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What your gynecologist really wants you to know

Cultivating a good relationship with your gynecologist is important. Too often, women in paper gowns are overly anxious about their first visit or are afraid to share intimate details with their OB/GYN about troubling symptoms. A Texas A&M Health Science Center women’s health expert explains what she wants her patients to know before their next appointment.

Don’t sweat your first pelvic exam

We’ve all heard the stories. My first annual was a nightmare. It hurt so badly. I swear, I’m never going back there again.

The first annual exam is usually the most intimidating visit for young women, and they often approach it too tentatively. “Your first exam will never be as bad as you imagine it to be,” said Patricia Sulak, M.D., a board certified OB/GYN and professor at the Texas A&M College of Medicine. “The speculum we normally use for this exam is about the size of a tampon. It may not be the most pleasant experience in your life, but most of my patients always leave with the perspective that it wasn’t as terrible as they envisioned.”

Go with the flow?

Your annual exam is typically scheduled months in advance, but as the date nears, mother nature could too. So, should you keep your scheduled appointment and visit your gynecologist during your menstrual cycle? Sulak said this should be a conversation between you and your OB/GYN.

“The absence of blood does make the Pap smear easier to interpret and more accurate,” she said. “On the flip side, it’s often difficult to schedule an appointment months in advance around the time of an expected period. Gynecologists are accustomed to having to examine patients when they are experiencing heavy bleeding. If you need to be seen, we don’t care if you are bleeding or not. I would advise patients to consult with their doctor if their time of month hits around appointment time.”

Gynecologists don’t care about your appearance ‘down there’

According to Sulak, today women are being told to do a lot of things with their bodies that aren’t really necessary.

“One practice women can avoid is douching, whether it’s before an appointment, or in general,” she said. “There is much evidence that suggests douching can increase your risk for pelvic infections and will also alter your vaginal bacteria. Unless a physician has specifically recommended it for you, it’s not needed.”

Sulak added that shaving and waxing your pubic area is also completely unnecessary. “It’s commonplace for women to shave their pubic hair, but there really is no hygienic reason to do this,” she said. “Shaving and waxing your genitals can easily cause infections and irritate your hair follicles.”

That scented bubble bath you just bought may smell heavenly—but chances are—it’s probably causing problems. Sulak noted that scented gels are irritating to your sensitive vaginal region. “I would advise women to refrain from using scented or perfumed bath products when bathing,” she said. “You should be using the mildest soap possible to prevent skin irritation.”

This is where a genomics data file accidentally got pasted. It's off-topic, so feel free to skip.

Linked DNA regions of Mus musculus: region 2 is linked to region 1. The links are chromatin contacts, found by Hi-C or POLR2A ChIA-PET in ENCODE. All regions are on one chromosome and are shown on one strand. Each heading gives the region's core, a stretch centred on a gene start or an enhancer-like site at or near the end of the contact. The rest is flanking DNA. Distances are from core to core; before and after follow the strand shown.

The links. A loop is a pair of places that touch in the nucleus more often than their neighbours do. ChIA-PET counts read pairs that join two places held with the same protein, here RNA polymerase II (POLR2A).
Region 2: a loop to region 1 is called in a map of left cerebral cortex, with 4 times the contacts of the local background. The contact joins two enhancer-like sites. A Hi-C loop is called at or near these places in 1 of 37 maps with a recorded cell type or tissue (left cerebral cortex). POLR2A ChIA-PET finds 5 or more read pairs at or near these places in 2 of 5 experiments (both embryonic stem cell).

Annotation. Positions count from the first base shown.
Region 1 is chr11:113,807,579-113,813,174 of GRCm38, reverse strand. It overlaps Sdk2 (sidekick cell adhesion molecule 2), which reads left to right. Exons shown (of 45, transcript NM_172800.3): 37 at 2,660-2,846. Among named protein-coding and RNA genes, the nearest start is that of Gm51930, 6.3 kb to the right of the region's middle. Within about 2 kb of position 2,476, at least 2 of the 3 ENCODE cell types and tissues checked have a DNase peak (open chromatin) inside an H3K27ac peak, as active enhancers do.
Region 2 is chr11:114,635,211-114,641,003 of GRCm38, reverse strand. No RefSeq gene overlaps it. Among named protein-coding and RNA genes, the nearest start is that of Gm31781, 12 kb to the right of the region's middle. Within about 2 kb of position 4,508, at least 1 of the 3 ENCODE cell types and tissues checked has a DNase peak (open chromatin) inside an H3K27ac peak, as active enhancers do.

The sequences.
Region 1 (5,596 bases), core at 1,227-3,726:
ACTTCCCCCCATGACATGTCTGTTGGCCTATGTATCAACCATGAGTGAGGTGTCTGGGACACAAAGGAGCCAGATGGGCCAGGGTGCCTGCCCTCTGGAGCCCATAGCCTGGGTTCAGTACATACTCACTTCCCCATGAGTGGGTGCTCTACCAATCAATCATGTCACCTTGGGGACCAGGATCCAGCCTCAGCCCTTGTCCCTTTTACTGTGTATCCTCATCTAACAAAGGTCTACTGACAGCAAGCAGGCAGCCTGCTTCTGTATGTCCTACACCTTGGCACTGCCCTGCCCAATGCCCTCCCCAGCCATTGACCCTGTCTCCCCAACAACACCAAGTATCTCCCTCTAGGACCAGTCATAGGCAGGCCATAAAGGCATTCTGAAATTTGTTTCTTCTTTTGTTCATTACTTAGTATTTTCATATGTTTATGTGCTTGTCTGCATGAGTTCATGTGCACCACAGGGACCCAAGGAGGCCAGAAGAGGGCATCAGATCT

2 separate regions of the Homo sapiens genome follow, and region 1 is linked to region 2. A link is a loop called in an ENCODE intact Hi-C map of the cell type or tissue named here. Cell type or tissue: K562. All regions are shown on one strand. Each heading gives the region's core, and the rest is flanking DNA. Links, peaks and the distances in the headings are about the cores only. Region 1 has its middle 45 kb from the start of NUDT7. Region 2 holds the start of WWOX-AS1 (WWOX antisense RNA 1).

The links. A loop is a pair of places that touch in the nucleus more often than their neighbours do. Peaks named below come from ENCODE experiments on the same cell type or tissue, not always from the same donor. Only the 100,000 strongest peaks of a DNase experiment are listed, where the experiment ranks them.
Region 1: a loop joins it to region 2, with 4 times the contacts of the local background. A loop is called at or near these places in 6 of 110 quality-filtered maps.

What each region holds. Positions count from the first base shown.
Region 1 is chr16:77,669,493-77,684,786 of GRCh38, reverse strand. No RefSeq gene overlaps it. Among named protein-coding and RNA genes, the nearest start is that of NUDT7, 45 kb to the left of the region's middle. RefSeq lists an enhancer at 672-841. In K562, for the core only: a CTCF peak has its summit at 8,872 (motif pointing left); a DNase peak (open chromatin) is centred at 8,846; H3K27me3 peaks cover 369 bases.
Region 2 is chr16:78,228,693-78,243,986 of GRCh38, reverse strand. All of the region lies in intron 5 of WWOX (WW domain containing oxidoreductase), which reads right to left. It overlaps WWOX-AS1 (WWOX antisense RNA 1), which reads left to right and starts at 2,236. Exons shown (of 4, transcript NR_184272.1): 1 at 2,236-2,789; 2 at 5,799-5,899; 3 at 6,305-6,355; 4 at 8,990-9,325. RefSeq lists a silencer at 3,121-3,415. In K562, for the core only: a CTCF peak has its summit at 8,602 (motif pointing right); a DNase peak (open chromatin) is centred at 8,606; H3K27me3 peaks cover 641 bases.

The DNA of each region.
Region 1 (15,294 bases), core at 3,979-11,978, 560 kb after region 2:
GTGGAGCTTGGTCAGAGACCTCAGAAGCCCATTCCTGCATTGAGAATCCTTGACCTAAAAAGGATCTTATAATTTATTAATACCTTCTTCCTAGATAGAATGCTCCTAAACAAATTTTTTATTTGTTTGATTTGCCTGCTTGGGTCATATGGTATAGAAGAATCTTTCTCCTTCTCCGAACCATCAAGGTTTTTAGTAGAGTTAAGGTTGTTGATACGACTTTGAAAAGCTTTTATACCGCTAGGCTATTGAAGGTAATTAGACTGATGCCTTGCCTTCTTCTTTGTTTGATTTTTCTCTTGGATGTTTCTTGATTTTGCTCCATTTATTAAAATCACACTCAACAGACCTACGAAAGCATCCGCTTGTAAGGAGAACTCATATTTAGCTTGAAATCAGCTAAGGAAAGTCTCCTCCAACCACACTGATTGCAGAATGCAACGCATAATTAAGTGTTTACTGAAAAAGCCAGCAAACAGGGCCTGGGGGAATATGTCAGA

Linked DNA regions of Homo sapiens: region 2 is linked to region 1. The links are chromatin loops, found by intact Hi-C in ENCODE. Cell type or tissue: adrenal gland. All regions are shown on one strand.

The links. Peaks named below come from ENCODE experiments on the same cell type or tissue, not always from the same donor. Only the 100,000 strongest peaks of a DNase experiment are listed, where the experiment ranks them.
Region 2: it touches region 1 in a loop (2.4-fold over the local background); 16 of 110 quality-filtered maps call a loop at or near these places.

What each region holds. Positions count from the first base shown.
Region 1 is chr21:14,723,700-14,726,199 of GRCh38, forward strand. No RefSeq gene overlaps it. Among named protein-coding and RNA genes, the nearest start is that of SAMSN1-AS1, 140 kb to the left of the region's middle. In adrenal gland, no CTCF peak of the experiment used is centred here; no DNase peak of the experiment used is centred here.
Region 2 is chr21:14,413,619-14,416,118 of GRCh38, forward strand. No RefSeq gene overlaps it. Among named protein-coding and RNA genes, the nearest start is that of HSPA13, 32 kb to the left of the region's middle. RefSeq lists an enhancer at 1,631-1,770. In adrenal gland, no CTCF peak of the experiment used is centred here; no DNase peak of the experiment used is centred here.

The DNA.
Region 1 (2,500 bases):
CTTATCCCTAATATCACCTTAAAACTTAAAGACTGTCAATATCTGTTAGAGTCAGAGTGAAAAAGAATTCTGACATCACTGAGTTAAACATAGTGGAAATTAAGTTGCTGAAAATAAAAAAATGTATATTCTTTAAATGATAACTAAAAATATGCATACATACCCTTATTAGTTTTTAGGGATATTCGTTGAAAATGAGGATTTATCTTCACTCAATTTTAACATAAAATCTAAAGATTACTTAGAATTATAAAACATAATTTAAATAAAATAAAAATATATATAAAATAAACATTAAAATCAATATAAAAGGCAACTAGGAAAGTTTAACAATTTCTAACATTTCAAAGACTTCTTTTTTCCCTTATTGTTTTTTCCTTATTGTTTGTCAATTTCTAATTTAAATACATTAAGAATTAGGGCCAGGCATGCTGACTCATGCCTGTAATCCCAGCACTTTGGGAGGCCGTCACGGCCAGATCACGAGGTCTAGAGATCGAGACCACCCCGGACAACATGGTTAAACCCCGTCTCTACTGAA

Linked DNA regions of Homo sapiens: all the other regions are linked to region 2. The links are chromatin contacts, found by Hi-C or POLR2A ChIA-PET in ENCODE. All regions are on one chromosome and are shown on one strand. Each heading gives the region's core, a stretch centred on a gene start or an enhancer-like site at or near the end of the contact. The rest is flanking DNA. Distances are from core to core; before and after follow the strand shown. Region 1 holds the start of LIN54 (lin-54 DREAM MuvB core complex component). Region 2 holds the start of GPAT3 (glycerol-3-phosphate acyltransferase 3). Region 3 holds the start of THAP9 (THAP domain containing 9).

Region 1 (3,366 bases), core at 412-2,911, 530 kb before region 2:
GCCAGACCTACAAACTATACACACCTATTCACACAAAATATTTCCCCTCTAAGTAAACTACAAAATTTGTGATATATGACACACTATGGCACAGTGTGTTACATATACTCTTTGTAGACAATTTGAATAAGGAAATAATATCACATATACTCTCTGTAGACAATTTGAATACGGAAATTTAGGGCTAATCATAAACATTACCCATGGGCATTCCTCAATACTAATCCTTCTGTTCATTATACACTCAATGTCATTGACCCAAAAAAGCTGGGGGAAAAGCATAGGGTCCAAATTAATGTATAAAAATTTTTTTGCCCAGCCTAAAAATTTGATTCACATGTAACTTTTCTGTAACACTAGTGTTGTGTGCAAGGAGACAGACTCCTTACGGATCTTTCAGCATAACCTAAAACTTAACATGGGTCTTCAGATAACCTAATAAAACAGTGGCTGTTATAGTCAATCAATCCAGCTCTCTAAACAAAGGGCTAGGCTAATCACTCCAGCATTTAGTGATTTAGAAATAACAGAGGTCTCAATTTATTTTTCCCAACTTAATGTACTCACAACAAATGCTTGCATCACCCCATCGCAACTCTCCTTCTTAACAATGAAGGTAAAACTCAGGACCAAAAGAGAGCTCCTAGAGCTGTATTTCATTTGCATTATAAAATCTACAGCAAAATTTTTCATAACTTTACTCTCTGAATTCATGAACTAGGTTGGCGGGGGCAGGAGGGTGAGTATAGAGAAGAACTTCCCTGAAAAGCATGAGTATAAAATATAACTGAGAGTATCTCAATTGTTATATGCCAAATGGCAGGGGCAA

The myth of the annual (and why you should still go)

Worth noting, it’s true that you don’t necessarily need an annual exam every year, but, that doesn’t mean you should dodge your OB/GYN. “Now, pap smears are done every three years, and while you may not need to be seen annually, you do need to be seen occasionally,” Sulak said. The Centers for Disease Control and Prevention recommends sexually active women under the age of 25 be tested annually for sexually transmitted diseases. This is particularly important if you have a new sexual partner.”

“What’s important is many women come in for their annual exam and I diagnose other health problems like high blood pressure or emotional problems. It’s often not about a pelvic exam, but about preventing and treating other health issues in their life,” she said.

Speak up and often

Certain gynecological disorders can present in many ways and Sulak emphasized patients shouldn’t be afraid to be frank about abnormal symptoms. “If you’re experiencing heavy periods, premenstrual syndrome (PMS), depression, cramps or other worrisome symptoms, we need to know these things,” she said. “I can’t treat a problem I don’t know about. I want my patients to understand they are investing in wellness. Preventative measures are always better than reactive ones.”

Invest in yourself by living well aware

When asked what was the most important piece of advice she could give her patients, Sulak stressed she wants more women to adopt healthy lifestyles and live well-aware.

“I wish the majority of patients would invest in healthy living practices so they’re able to rely less on us,” she said. “I’ve been practicing medicine for 35 years and the skyrocketing obesity rate is extremely troubling. Two out of three patients I see are overweight, and one out of three are obese. More and more women are buying into the culture of unhealthy eating and it’s costing us with an increased rate of obesity, diabetes and other problems.”

She added that her patients who follow a healthy diet and are physically active are usually the happiest. [pullquote align=”full” cite=”” link=”” color=”” class=”” size=””]“The number one cause of death is often a self-induced disease,” she said. “Wellness is about hiring yourself and relying less on doctors. We are damage control and take care of many preventable problems. If you simplify your life, eat well, exercise and reduce stress you will be on the road to success.”[/pullquote]

Media contact: Dee Dee Grays,, 979.436.0611

Lauren Thompson

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